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  • Birder’s Guide to Everything | AFF Review


    By | November 1, 2013

    Birders Guide

    Director: Rob Meyer

    Writers: Rob Meyer, Luke Matheny

    Starring: Ben Kingsley, Kodi Smit-McPhee, Katie Chang, James LeGros, Alex Wolff, Daniela Lavender, Briana Marin, Ethan Cohn, Stephen Kunken, Adam Barrie, Andy Prosky, Lucas Near-Verbrugghe, Michael Chen

    Apparently, 2013 is the year in which the coming of age film has finally hit its stride. After years of navigating the spectrum between poignant and ridiculous, it seems as though filmmakers are finally discovering just how to balance quirky comedy with emotional honesty. With its uncanny knack for repeatedly tugging at heartstrings and inducing deep hearty laugher, often within the same scene, Rob Meyer’s Birder’s Guide to Everything nests itself perfectly within this revived species of the coming of age genre.

    David (Kodi Smit-McPhee) is a shy high school boy who is unable to accept the fact that his father (James Le Gros) is going to remarry, a mere year-and-a-half after his mother’s death. To make matters worse, his father is marrying the nurse (Daniela Lavender) who cared for his mother; so, not only does he believe that his father is moving on way too quickly, David is justifiably suspicious that his father may have been cheating on his ailing mother. Obviously a mama’s boy, David does not seem to have developed any sort of relationship with his relatively clueless father.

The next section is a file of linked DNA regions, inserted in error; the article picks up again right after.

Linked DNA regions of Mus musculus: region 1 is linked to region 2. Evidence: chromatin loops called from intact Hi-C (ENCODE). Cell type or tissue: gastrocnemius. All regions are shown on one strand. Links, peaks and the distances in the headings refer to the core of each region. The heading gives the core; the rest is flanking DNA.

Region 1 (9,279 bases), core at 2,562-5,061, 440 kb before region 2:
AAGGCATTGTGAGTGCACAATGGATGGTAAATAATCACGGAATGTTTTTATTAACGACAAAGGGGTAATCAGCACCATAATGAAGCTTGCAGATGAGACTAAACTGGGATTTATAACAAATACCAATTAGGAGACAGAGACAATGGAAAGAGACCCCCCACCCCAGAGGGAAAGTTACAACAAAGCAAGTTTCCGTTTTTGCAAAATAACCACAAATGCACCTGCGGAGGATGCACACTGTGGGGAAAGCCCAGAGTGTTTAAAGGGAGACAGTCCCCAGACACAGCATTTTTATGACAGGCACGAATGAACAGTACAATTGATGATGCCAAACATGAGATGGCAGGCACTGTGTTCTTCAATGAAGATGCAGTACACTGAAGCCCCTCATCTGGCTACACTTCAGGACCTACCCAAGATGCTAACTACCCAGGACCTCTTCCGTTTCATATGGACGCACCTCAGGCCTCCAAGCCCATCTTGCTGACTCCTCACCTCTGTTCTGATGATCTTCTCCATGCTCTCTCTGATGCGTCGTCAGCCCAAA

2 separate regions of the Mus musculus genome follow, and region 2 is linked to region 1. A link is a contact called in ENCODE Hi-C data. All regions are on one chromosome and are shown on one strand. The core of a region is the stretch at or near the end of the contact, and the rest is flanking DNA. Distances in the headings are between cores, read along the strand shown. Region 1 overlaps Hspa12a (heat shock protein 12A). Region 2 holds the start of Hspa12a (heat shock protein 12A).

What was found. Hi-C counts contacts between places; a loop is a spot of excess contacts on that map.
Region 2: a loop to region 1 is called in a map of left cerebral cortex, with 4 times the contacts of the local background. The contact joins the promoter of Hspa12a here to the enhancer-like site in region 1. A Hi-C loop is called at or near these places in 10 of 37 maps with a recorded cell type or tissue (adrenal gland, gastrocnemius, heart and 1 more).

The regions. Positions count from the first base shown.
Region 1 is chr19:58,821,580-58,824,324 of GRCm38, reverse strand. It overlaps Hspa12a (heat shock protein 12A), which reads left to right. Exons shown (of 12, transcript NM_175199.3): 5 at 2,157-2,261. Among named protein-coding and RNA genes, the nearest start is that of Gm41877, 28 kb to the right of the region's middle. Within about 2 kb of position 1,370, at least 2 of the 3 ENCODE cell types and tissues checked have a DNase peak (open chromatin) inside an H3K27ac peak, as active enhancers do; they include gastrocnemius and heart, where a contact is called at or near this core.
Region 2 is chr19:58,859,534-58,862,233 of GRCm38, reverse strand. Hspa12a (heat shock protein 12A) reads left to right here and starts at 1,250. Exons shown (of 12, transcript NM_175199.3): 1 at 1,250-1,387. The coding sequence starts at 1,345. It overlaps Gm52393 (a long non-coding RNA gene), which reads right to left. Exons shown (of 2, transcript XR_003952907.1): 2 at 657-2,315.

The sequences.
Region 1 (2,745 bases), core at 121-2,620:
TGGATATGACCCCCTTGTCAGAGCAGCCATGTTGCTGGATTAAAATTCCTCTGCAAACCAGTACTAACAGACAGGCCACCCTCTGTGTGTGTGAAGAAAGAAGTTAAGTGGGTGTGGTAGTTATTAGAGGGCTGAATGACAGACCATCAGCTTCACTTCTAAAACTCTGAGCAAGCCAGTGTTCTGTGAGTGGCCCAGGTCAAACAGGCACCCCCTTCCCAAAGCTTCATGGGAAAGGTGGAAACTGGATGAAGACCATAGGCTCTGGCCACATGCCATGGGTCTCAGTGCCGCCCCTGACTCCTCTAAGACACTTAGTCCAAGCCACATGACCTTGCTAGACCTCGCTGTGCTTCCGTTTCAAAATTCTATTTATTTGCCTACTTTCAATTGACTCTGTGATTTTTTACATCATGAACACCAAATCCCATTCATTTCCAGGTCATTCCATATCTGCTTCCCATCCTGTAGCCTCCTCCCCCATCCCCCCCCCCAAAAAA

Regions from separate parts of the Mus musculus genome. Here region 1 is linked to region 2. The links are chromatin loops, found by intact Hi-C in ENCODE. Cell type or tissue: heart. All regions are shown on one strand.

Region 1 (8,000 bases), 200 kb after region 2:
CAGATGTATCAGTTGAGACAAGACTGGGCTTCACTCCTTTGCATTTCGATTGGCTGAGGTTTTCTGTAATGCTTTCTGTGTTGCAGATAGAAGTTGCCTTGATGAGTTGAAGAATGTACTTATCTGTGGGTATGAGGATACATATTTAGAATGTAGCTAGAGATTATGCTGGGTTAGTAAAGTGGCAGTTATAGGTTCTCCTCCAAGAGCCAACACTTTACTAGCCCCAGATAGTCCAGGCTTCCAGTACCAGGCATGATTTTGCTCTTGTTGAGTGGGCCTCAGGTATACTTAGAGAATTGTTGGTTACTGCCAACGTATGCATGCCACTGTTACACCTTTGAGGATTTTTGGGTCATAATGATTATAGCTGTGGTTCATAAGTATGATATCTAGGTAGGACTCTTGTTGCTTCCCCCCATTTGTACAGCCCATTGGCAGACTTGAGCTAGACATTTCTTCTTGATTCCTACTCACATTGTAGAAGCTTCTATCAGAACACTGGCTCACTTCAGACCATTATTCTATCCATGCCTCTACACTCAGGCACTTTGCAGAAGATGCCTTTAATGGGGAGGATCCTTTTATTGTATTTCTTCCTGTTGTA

Still grieving from her passing, David has chosen to follow in his mother’s footsteps — as we later hear from a world-renowned birder (Ben Kingsley), David’s mother was an unsung hero of birding. David spends all of his free time birding, whether it be by himself or with the other two members of the high school’s Young Birders Society, Timmy (Alex Wolff) and Peter (Michael Chen). A cute kid, but still a bit too awkward and sexually naive to consider dating, David is utterly oblivious to the flirtatious advances of girls.

    The unexpected catalyst for David’s maturation is his sighting of a presumed extinct species of bird. Actually, the jury is still out as to whether or not the bird truly is what David thinks it is, so David must enlist the Young Birders Society to assist him on a quest to track the bird. The quest serves multiple purposes. If David truly rediscovers an extinct bird, he would gain some much needed confidence (and fame); it would also serve was a way to pay tribute to his deceased mother. Additionally, the journey provides a much needed distraction from his father’s rapidly approaching wedding. First and foremost, however, it provides David an opportunity to spend some quality time with a cute girl — a photographer (Katherine Chang) who has been tasked to provide indisputable photographic evidence of David’s discovery.

    While Birder’s Guide to Everything has no qualms about facing it’s birding metaphors head-on, it also does not hesitate to convey some serious messages about birding. Most importantly, Meyer drives home the distinction between “competitive” birders who merely want to count notches in their proverbial bedposts — anally listing every species they spot — and those who watch birds as a means of communing with nature.

    Rating: 8/10

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